Medical Center joining Project Access initiative

By Kristen Holland Shear


In a special message delivered in February, Dr. Daniel K. Podolsky, president of UT Southwestern, laid out strategic priorities for the medical center — among them a commitment to developing “programs focused on the health care issues of the underserved — both global and within our own community/country.”

To that end, UT Southwestern has joined an initiative called Project Access Dallas, a program to provide health care to the county’s working poor residents.

The initiative, developed and launched in 2002 by the Dallas County Medical Society, is a network of physicians, hospitals, community charity health clinics and additional support organizations.

Dr. Bruce Meyer, vice president for medical affairs at UT Southwestern, said the medical center will provide specialty physicians who will consult with a patient’s primary care physician. He anticipates that most of the referrals will be for UT Southwestern specialists in heart/lung and vascular care, dermatology, neurology and pulmonary treatment.

“As part of our consultations, we’re also providing medical testing, such as imaging and laboratory services, for Project Access patients,” Dr. Meyer said.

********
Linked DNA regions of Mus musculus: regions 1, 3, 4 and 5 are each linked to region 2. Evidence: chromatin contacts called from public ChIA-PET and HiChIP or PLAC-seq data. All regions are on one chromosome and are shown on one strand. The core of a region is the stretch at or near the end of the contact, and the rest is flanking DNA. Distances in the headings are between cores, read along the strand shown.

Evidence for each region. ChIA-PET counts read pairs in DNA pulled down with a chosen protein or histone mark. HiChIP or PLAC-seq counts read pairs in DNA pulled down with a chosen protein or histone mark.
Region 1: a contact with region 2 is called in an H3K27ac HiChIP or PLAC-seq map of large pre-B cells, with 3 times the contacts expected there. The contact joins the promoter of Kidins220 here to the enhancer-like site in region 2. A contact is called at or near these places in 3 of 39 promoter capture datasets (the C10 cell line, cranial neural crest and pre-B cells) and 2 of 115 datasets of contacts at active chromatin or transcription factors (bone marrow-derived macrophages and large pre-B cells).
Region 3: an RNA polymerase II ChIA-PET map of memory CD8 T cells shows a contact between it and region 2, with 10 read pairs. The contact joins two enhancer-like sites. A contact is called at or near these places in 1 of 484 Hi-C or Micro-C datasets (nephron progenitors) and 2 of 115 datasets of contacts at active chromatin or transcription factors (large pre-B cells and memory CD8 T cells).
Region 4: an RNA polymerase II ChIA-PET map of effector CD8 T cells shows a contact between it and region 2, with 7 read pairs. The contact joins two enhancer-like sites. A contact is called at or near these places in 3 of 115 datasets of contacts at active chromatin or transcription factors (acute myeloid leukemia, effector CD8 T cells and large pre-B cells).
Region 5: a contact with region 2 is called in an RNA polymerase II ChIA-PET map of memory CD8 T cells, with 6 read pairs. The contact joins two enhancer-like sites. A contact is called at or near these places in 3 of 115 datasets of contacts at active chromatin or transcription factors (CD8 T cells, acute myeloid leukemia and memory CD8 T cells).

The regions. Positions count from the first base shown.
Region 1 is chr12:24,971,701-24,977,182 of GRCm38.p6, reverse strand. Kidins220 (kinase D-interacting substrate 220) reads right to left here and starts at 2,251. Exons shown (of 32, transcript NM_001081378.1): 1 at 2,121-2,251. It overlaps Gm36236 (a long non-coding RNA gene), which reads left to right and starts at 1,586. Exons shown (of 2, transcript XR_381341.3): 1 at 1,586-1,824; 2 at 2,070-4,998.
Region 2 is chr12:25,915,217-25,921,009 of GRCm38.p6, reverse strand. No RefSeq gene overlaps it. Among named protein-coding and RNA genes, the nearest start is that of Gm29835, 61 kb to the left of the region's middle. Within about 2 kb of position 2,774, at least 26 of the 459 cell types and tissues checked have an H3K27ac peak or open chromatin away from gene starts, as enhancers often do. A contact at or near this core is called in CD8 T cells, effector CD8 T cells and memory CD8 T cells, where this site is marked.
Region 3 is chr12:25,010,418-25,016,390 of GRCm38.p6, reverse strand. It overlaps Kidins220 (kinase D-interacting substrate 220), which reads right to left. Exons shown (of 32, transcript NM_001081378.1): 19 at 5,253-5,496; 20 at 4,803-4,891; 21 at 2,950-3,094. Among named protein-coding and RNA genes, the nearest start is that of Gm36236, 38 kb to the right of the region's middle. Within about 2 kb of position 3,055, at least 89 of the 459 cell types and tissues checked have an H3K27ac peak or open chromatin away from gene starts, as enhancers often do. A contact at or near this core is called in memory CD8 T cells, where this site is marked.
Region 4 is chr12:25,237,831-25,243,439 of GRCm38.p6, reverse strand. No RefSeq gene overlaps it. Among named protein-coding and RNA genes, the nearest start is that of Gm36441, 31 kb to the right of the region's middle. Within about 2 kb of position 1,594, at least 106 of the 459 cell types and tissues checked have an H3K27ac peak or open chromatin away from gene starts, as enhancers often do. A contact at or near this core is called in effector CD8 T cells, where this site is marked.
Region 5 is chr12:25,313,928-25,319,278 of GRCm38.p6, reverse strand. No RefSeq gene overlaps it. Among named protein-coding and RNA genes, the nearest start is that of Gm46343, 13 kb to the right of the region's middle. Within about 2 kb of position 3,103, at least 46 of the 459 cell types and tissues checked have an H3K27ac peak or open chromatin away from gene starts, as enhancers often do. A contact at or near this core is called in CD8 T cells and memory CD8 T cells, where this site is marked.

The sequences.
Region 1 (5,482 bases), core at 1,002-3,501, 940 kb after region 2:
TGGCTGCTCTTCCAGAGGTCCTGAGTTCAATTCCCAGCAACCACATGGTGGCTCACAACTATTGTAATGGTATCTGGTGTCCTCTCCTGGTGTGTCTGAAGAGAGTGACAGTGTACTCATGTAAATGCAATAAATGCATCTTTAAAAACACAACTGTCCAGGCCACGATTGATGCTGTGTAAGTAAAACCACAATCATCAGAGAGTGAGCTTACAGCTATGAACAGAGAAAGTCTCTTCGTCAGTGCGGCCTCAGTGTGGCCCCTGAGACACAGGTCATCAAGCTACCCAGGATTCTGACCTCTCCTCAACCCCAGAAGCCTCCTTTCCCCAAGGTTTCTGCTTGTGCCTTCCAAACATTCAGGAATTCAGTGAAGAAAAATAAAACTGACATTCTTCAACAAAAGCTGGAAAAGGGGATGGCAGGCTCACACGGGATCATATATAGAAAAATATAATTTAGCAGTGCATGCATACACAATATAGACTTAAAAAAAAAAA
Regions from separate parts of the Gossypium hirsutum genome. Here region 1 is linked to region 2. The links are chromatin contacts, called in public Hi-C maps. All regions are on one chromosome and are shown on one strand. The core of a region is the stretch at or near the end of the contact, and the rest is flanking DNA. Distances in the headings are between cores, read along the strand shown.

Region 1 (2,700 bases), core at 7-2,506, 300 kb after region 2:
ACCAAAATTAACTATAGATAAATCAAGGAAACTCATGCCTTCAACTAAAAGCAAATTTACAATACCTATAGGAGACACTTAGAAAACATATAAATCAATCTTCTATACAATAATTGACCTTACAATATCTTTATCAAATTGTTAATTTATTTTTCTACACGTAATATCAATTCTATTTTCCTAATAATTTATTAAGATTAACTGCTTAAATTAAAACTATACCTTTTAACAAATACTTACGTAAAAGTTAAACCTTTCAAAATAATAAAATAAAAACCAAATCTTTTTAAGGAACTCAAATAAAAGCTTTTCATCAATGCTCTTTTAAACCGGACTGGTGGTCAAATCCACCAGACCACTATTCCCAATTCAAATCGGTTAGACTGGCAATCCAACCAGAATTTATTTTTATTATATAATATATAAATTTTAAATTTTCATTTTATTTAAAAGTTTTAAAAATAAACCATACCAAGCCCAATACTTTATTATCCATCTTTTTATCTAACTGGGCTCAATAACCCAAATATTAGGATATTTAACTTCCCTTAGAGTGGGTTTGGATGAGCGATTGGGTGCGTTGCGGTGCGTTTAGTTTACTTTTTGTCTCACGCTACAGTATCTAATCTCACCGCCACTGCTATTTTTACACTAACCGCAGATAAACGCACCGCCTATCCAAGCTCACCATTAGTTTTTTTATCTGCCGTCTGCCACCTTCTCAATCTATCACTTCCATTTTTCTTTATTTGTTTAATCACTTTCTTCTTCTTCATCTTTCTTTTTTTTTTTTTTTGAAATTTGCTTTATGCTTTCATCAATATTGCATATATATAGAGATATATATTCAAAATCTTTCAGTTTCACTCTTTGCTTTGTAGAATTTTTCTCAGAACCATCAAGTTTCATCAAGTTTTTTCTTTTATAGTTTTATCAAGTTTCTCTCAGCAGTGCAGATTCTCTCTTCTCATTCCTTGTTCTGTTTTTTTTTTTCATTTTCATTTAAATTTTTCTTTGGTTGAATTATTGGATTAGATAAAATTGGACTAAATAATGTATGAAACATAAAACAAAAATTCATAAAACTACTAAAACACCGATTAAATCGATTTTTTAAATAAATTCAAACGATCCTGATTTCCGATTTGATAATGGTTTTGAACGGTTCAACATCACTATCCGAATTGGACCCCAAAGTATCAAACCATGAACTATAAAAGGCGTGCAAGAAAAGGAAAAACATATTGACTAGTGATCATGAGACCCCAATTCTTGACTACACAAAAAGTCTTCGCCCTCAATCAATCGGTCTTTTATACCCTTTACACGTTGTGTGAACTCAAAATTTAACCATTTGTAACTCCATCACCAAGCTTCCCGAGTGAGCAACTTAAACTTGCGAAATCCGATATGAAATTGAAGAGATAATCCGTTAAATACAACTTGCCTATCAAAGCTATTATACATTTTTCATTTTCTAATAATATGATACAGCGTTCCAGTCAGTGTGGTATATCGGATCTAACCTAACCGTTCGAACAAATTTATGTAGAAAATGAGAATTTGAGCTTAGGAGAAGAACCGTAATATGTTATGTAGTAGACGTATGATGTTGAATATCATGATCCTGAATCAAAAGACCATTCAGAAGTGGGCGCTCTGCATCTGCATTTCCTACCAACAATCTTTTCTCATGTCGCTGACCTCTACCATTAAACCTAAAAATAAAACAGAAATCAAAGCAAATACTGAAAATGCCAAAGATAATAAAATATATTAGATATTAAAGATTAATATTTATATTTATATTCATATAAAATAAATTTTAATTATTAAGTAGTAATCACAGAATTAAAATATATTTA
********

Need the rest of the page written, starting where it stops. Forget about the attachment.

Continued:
Dr. Meyer said the medical center will contribute $1 million in faculty practice and resources of UT Southwestern University Hospitals and Clinics — all part of its larger commitment to the community.

Project Access patients must be uninsured, meet specific income guidelines and live in Dallas County. In addition, either the patient or a spouse must work at least 20 hours a week.

Once accepted, patients are assigned a primary care physician, receive $750 a year in pharmacy benefits and gain access to specialty care, labs, care coordination, inpatient hospital care and ancillary procedures. They generally pay $5 for medications and are asked to pay $5 for each medical visit.

“This is one more example of how we are committed to the care of all patients in our community, regardless of their ability to pay,” Dr. Meyer said. “The truth is that we are the doctors who staff Parkland; we are the doctors who staff Children’s. This is just another vehicle by which we’re caring for all the patients in our community.”

Through the years, Project Access has grown to include more than 700 physicians, 15 hospitals, 10 diagnostic service organizations, nine charity health clinics, two national laboratory services and more than 40,000 pharmacies.

The program currently assists more than 1,100 patients, but organizers hope to expand it to serve around 5,000 within five years. Project Access backers include Children’s Medical Center Dallas and Parkland Health & Hospital System.